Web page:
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KRSA’s Policy Approach for responses to in-season management actions taken by the Alaska Department of Fish and Game in fisheries that harvest early and late-run king salmon of Kenai River origin

June 15th, 2012

KRSA’s Policy Approach for responses to in-season management actions taken by the Alaska Department of Fish and Game in fisheries that harvest early and late-run king salmon of Kenai River origin

Purpose: provide KRSA members with a framework to understand this issue, provide the basis for KRSA public responses to in-season management actions, and provide a framework to implement KRSA’s future efforts on this issue which includes preparation for the 2014 Board of Fisheries Upper Cook Inlet meeting.

Important touchstones to fisheries management when shaping our response to the management of king salmon:

1. Fish come first – sustainability of the resource is the top priority;
2. The Alaska Constitution sets the goal for management of renewable resources as sustainable and with maximum benefit;
3. The “precautionary principle” states that in times of shortage or uncertainty of fisheries data it is best to err on the side of caution;
4. The burden of conservation is a shared responsibility amongst all users of the fishery;
5. Tension exists between achievements of these goals—which are allocative—and that is the purpose for the Alaska Board of Fisheries (BOF) and the Board process. The implementation of fisheries management policy is the responsibility of the Alaska Department of Fish and Game (ADFG).
6. Where clear directive is absent from the BOF regarding conservation action, ADFG is put in the position of having to use their best judgment to share the necessary burden of conservation amongst user groups.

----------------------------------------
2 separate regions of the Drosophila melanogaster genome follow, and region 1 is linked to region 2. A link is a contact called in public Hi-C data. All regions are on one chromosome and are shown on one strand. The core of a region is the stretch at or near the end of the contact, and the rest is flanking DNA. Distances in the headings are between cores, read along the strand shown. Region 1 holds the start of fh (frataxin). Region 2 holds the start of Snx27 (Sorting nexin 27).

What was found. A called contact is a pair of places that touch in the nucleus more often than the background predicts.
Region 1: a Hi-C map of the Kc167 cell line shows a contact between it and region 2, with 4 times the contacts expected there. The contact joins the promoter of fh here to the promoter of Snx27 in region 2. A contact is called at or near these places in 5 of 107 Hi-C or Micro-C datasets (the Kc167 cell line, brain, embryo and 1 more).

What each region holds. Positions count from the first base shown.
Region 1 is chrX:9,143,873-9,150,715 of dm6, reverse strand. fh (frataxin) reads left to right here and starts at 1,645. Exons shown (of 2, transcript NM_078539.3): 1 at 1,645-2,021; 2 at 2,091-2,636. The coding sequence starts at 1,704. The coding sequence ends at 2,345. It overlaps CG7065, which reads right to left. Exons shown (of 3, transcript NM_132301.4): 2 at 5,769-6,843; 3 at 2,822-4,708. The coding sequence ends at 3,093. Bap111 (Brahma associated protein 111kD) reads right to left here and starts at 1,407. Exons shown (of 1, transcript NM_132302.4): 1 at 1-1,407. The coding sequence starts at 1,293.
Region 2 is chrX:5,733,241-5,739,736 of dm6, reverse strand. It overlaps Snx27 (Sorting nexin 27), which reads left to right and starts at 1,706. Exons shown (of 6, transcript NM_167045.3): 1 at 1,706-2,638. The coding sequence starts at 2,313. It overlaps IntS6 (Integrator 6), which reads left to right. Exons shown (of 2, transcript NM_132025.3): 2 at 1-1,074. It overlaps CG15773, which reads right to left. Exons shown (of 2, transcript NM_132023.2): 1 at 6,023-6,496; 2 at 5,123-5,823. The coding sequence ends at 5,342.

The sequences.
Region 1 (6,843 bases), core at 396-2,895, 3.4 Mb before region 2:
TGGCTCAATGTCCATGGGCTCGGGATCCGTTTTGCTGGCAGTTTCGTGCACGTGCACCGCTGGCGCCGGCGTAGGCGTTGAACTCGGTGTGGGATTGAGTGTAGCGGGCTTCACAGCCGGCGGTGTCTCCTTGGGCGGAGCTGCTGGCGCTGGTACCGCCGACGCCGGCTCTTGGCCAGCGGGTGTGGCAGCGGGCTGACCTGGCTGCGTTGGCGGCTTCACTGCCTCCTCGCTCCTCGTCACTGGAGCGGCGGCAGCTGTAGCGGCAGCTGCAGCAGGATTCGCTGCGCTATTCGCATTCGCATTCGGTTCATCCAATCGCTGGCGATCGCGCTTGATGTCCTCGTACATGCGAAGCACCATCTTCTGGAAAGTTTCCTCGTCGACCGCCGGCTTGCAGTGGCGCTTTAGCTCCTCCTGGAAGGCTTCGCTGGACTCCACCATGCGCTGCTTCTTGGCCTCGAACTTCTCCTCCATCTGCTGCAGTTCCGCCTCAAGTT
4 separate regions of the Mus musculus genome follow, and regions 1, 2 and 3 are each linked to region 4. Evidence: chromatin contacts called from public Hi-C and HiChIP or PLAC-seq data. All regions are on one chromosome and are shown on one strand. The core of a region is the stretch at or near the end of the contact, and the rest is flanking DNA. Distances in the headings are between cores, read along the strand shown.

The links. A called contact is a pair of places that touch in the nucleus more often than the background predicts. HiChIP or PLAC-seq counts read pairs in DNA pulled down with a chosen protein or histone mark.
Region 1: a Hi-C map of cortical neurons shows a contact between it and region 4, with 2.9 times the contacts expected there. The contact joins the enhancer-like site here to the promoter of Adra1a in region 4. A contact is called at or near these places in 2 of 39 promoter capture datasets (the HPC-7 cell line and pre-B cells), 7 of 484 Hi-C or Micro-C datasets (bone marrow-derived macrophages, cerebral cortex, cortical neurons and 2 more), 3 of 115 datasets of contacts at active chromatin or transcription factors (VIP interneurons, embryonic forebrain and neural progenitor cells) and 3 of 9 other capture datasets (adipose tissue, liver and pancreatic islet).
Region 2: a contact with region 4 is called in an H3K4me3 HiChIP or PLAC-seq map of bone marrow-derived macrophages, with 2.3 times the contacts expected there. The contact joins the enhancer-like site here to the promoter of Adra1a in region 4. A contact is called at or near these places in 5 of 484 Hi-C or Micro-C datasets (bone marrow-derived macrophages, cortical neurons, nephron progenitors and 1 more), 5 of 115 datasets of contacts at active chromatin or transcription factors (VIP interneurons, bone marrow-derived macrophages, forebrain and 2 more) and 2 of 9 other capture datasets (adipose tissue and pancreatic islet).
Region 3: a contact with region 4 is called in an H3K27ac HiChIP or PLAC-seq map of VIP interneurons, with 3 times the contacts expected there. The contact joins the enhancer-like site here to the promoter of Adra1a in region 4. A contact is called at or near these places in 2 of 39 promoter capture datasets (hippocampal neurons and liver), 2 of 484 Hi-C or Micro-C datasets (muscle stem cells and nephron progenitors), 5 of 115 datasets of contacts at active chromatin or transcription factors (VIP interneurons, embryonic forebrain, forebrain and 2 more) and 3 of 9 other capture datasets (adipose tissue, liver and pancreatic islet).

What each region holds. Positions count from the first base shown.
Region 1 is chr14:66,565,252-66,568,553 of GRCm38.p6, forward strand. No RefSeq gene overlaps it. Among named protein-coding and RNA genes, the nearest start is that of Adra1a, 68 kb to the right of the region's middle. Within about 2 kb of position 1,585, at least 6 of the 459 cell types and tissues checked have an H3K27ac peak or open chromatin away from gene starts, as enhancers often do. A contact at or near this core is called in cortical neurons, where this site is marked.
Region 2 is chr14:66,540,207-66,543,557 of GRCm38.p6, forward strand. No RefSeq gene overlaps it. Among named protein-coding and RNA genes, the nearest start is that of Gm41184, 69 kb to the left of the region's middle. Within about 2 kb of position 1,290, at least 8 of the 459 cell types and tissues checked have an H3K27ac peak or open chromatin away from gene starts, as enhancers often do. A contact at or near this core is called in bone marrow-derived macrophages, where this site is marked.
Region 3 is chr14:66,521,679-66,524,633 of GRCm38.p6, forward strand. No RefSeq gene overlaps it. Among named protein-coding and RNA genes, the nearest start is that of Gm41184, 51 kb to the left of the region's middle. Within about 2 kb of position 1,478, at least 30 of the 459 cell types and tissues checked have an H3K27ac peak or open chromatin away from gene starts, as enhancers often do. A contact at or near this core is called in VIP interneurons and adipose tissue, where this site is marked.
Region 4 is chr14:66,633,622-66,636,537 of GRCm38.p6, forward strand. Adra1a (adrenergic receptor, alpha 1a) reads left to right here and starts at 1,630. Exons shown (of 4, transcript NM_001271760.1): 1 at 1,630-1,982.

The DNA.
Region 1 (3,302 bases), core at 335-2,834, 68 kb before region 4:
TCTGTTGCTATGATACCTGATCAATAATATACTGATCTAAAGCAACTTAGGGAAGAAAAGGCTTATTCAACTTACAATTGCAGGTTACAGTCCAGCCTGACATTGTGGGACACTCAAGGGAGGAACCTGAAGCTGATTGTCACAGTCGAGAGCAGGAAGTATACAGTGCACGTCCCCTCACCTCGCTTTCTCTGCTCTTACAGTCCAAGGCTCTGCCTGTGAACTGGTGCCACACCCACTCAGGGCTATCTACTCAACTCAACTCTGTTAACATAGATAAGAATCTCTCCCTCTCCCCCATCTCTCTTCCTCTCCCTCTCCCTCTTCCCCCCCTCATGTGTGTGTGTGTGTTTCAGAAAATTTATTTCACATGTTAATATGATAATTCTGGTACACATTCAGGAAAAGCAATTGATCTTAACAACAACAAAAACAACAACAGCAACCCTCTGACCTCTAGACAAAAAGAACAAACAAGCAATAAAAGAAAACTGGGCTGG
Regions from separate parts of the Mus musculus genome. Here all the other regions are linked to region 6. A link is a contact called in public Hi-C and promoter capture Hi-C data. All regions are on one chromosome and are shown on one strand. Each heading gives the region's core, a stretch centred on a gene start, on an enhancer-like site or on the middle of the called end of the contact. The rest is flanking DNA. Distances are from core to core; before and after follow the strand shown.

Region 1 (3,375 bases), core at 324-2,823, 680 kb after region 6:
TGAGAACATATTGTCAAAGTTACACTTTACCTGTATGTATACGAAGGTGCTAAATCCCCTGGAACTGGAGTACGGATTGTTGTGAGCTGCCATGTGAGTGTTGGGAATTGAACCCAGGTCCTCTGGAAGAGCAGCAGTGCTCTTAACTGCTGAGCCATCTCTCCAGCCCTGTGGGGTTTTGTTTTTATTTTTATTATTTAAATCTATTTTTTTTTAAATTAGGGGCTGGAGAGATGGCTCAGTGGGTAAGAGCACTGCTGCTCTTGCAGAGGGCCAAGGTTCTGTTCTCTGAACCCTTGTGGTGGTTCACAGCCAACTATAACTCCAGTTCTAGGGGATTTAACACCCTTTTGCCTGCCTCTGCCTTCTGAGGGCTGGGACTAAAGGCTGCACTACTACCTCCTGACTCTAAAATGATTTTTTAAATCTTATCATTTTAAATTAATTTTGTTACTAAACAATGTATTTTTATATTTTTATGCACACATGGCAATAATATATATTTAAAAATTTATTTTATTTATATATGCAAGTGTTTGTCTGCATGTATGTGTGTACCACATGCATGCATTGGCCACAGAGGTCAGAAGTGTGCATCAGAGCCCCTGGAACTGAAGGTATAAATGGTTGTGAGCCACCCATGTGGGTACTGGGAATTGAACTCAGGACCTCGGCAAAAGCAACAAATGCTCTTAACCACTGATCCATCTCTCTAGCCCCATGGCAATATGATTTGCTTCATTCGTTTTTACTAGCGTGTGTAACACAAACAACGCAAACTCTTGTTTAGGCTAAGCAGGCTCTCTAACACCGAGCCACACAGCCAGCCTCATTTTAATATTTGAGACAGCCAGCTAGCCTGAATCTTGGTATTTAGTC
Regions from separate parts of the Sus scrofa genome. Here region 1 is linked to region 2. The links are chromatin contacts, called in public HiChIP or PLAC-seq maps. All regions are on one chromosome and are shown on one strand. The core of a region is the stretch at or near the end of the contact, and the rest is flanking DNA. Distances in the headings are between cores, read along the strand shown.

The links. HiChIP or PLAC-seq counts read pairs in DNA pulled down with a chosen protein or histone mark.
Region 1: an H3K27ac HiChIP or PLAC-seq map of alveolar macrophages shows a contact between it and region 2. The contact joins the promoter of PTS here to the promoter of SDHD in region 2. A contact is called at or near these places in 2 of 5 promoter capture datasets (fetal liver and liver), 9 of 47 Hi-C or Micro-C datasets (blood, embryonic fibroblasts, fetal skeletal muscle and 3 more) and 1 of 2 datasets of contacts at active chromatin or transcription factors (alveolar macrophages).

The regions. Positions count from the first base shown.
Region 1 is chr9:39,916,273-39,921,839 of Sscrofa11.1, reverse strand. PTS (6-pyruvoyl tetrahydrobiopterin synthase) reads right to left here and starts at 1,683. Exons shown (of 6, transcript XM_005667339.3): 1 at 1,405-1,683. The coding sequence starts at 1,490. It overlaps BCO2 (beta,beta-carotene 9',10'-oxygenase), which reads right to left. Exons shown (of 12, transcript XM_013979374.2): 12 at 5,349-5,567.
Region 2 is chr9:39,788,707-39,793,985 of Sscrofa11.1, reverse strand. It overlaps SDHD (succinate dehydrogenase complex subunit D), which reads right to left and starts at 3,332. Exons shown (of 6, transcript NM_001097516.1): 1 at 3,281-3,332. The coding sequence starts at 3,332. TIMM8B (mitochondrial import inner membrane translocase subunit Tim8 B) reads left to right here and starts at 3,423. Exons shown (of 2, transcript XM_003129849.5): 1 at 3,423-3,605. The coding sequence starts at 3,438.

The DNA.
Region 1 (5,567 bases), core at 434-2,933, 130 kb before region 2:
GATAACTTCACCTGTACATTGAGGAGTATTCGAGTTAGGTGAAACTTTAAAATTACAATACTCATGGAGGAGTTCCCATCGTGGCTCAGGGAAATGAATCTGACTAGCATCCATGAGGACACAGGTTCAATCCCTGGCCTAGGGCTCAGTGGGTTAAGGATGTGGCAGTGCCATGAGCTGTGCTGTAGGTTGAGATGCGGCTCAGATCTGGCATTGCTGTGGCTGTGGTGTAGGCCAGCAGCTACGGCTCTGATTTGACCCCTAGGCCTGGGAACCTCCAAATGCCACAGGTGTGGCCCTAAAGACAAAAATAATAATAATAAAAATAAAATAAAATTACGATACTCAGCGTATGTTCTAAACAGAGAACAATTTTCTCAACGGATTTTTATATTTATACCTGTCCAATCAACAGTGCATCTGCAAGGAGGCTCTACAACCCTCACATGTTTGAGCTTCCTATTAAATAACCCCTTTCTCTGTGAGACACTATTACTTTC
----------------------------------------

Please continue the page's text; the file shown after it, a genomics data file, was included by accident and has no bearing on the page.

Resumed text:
KRSA’s viewpoint regarding management of early and late-run king salmon of Kenai River origin in 2012

A. KRSA contends that ADFG is prosecuting the 2012 seasons for both early and late-run king salmon of Kenai River origin “outside” of the BOF-approved codified management plans that govern the in-river fisheries.
a. In support of this contention we offer the following: ADFG is “outside” the in-river plans because these plans include escapement goals stated as specific numerical ranges intended to be achieved in-season utilizing sonar to establish a credible estimate of in-river return of king salmon. ADFG now utilizes an array of assessment tools in an effort to index the abundance of king salmon entering the Kenai River. Their stated goal for management is now not a specific numerical range but a “sustainable” situation due to unreliable sonar estimates that are not expected to become trusted for at least two years.
b. Sustainability is generally defined in the Policy for Sustainable Salmon Fisheries but on a case by case basis, the definition will be situationally defined as necessary for the specific fishery. “Sustainable” is a far more vague target than a specific numerical range. In the existing in-river king salmon management plans ADFG is charged with the responsibility to manage for escapement goals that are stated as a specific numerical range. Without specific numbers from a reliable sonar count these goals cannot be managed.
c. In the early and late-run Kenai River king salmon management plans, tools were envisioned to be utilized when possible as a “dial” than as an on/off switch, meaning that optimally actions could be taken in a step wise manner to dial up or dial down harvest potential rather than abruptly removing all opportunity.